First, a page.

Ecologist Jessica Green thinks of indoor air as a microbial
garden, and she thinks architects and biologists can collaborate to make our
indoor environments much healthier for humans.
In a TEDx talk, Green describes what we are doing
to indoor air now. She calls it "microbial genocide.” We seal the buildings
and use air conditioning and filtration systems to make sure outdoor microbes
don’t get in. People come in
bringing millions of microbes shedding from their bodies and they stir up the
microbial dust languishing every surface.
We keep the temperature and humidity in the same narrow range. And then, she says, we regularly kill
every organism we can with antimicrobial cleaning products. "If you had a garden,” she says, "you’d
never kill everything in it to get rid
of one weed.”
Microbes—bacteria, viruses and archaea—are the most abundant
organisms on earth, and while some make us sick, our bodies need many of them
to protect us from pathogens, and boost our immune systems. They even influence our moods. "When you clean the organisms from an
ecosystem,” she explains, "you make space for the weedy and fast growing organisms to come in and colonize those
Green is an associate professor at
the University of Oregon, and a
co-founder of the university’s Biology and Built Environment Center.
She began her career researching microbes in the Arctic and other exotic
places. She also had background in civil and environmental engineering and she
realized examining the built environment where we spend 90 percent of our time
would make her research relevant to issues surrounding sustainability, design
and human health. A Discover Magazine story by Bruce Barcott reports that G.Z.
"Charlie” Brown, a colleague at the University of Oregon
and an expert in sustainable buildings, wanted research data to influence a new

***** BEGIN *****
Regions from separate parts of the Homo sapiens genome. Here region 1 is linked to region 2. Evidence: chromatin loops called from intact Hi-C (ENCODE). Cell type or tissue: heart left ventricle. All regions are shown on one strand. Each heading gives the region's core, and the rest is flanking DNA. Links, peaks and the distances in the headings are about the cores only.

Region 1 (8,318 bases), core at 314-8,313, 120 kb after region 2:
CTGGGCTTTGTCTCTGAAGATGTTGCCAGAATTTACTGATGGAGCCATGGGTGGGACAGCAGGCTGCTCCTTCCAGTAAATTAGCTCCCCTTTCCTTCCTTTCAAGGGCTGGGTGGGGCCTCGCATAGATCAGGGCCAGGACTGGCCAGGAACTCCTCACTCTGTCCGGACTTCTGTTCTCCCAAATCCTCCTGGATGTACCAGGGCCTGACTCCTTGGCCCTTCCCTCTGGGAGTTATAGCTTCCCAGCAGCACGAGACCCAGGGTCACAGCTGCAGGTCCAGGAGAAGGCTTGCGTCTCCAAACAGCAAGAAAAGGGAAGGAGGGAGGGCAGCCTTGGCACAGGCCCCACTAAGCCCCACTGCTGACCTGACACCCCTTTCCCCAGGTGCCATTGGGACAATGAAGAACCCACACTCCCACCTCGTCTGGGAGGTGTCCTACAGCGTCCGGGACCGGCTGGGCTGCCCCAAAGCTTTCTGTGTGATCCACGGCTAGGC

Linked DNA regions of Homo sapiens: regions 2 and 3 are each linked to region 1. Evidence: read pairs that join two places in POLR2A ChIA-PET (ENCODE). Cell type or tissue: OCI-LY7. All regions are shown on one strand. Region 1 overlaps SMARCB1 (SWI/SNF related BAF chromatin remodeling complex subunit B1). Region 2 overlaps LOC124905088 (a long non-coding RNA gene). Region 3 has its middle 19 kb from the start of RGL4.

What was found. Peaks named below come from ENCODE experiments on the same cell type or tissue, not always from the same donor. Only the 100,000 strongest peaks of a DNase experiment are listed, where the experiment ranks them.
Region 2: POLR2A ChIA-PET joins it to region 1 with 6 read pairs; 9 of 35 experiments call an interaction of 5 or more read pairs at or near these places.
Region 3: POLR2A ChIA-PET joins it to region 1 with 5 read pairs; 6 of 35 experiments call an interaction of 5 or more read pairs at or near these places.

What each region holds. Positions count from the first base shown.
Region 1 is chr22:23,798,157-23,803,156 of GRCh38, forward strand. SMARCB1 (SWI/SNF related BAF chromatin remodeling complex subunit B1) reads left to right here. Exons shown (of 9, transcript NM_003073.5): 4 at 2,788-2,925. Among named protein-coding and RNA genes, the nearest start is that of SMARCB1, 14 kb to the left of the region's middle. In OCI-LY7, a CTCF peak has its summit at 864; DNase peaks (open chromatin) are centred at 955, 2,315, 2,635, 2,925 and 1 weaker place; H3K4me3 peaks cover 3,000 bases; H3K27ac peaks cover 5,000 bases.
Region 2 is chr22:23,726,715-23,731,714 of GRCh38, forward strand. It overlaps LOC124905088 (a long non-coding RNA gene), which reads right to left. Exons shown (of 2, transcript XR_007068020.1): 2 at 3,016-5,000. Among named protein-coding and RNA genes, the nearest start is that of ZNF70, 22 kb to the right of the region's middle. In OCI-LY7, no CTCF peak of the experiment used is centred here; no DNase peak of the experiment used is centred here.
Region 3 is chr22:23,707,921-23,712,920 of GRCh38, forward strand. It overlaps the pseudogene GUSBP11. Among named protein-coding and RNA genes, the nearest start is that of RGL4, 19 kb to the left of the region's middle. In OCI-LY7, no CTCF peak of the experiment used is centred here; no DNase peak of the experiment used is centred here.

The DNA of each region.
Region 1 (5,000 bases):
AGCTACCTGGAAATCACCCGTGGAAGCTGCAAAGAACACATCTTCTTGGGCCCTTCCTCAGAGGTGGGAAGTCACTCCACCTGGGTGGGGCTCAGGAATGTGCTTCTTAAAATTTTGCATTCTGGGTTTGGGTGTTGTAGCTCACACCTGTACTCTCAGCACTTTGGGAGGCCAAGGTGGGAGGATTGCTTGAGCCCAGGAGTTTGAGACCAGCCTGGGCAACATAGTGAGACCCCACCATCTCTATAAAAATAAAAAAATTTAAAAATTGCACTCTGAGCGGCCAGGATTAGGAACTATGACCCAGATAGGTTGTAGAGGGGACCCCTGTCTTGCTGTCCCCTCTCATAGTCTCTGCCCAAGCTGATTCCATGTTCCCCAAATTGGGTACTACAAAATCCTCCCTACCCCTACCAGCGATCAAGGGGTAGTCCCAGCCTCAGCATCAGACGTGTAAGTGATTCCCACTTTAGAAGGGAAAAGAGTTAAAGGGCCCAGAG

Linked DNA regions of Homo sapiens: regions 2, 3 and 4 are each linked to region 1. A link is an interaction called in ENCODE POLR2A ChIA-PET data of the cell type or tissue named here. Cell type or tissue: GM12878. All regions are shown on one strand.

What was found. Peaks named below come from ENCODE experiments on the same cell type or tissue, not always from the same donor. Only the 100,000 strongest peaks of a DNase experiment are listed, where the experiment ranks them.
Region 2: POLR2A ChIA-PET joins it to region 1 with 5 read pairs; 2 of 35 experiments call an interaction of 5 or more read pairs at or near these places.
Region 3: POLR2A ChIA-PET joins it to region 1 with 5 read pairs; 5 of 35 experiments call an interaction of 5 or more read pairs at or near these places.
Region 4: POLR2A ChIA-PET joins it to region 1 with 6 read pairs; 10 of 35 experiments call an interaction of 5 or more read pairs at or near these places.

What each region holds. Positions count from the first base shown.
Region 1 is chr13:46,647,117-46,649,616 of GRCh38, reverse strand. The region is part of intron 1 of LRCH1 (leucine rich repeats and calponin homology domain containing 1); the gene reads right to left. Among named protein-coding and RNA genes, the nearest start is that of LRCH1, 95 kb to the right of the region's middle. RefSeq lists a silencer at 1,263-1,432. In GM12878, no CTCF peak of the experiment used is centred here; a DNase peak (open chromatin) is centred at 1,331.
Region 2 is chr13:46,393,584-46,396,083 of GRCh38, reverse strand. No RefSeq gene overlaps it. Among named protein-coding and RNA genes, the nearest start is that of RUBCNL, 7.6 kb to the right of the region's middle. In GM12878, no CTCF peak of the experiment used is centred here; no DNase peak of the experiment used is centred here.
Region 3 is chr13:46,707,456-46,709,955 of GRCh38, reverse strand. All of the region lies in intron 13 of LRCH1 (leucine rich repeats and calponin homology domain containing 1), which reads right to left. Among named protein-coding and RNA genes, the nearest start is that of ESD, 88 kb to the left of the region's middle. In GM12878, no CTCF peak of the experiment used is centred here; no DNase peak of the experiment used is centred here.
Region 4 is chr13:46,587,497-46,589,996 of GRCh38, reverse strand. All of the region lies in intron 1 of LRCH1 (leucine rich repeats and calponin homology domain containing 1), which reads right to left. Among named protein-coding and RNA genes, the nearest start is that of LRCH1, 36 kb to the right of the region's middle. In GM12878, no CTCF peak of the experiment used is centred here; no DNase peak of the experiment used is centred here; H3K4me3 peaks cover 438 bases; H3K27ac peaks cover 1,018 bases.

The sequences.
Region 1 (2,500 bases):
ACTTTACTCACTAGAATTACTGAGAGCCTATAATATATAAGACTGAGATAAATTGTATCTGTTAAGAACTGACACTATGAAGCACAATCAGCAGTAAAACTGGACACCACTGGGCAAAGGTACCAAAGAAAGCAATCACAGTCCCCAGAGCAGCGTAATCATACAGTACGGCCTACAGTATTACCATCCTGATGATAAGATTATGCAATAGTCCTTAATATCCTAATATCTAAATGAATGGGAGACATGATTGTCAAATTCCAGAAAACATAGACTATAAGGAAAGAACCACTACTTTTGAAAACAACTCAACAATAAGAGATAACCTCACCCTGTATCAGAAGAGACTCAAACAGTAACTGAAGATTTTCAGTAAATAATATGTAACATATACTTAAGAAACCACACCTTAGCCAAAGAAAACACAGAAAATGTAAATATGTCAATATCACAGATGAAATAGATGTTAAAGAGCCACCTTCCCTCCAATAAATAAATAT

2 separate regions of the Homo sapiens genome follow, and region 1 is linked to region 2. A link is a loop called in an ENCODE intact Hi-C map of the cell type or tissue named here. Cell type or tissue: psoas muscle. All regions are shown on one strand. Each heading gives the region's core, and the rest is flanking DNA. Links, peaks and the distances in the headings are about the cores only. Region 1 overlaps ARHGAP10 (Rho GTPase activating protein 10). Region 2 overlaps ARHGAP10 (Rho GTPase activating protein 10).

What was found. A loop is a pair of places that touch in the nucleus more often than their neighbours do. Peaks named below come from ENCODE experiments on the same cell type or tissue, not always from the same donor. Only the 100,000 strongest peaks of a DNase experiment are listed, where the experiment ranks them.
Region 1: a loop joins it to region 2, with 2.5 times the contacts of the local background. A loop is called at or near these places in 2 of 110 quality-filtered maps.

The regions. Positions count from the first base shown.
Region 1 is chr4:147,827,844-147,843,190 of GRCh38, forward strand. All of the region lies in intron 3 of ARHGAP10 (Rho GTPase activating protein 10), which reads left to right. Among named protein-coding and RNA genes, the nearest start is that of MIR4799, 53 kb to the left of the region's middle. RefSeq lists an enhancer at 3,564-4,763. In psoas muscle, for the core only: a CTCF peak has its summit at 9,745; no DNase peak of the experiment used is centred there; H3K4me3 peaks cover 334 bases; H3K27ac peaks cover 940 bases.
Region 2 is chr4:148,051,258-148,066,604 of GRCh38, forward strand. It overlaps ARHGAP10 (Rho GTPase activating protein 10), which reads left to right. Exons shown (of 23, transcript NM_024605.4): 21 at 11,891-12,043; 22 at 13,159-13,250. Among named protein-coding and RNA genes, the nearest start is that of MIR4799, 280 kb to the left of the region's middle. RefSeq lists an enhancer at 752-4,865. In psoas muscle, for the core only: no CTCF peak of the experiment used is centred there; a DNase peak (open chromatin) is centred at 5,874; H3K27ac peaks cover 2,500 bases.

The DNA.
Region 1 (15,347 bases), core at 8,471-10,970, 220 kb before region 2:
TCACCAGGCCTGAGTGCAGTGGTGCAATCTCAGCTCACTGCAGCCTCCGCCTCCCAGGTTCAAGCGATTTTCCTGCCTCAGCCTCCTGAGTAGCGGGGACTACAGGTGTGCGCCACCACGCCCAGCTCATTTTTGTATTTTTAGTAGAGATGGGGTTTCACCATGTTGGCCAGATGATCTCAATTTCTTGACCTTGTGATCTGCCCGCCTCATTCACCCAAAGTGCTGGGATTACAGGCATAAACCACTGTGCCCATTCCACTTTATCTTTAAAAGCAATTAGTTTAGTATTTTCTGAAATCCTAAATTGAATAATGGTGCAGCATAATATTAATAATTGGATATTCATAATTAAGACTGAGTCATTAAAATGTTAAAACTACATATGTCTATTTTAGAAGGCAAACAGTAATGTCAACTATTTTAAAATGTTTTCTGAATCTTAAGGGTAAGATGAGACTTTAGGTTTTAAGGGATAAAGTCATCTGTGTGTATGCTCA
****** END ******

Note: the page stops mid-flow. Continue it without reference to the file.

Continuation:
generation of hospitals on how energy-saving ventilation systems could also
produce healthier hospital air. Green persuaded the Alfred P. Sloan Foundation
to put up the money and the BioBE Center was born.
The Discover story
describes Green as an adventurous scientist and a fearless athlete. She was known as Thumper Biscuit in her
Roller Derby competition days. A Forbes magazine
story by Bruce
Upbin explains she and her colleagues have worked with architectural modeling software,
genetic sequencing, and microbial
ecology to map the microbiomes of
the built environment. "We’ve
learned that architects are impacting what microbes live where,” she told Forbes. "It’s a new dimension of
their work.” Surfaces of desks,
for example, foster microbial colonies that differ from the colonies living on
walls near air conditioning vents.
In research relevant to hospitals, Green and colleagues
compared microbial environments in rooms with open windows and sealed rooms
with mechanical ventilation systems. In a TED talk, she says green
buildings, designed to let outside air in, fostered a
diverse microbial mix that included organisms one finds outdoors in plants and
soil, and a higher likelihood of organisms that promote health. In rooms with
mechanically ventilated air, the microbial populations were less diverse, and
more akin to the populations associated with humans, and had a higher
probability of carrying pathogens.
populations, as in agriculture, monocultures tend to be unhealthy. People eat probiotic yogurt for health, and the same principle may apply
to interior spaces. The Forbes story says Ford has contacted Green about
design to foster health-promotion organisms inside its cars and trucks.
"There are organisms that make our skin more supple and smooth,” Green told
Forbes. "I can totally see it: the probiotic steering wheel.”
Humans have been around for hundreds of thousands of years,
but only in the last 60 years or so have we spent most of our time in
hermetically sealed indoor environments, Green observes. She among the scientists pioneering the research
to learn what that means. One
possibility she speculates, is that "We
are growing a microbial monoculture, and our bodies probably have not
evolved to function well in this microbial environment.” Some evidence suggests
indoor living may be associated with antibiotic resistance and auto immune
disorders such as asthma and allergies.
Research by Green and others may lead to new floor plans, new ventilation systems, and new ways to grow
robust, diverse and healthy microbial gardens inside our buildings. Green
coauthored the paper Architectural Design Influences the Diversity and
Structure of the Built Environment Microbiome.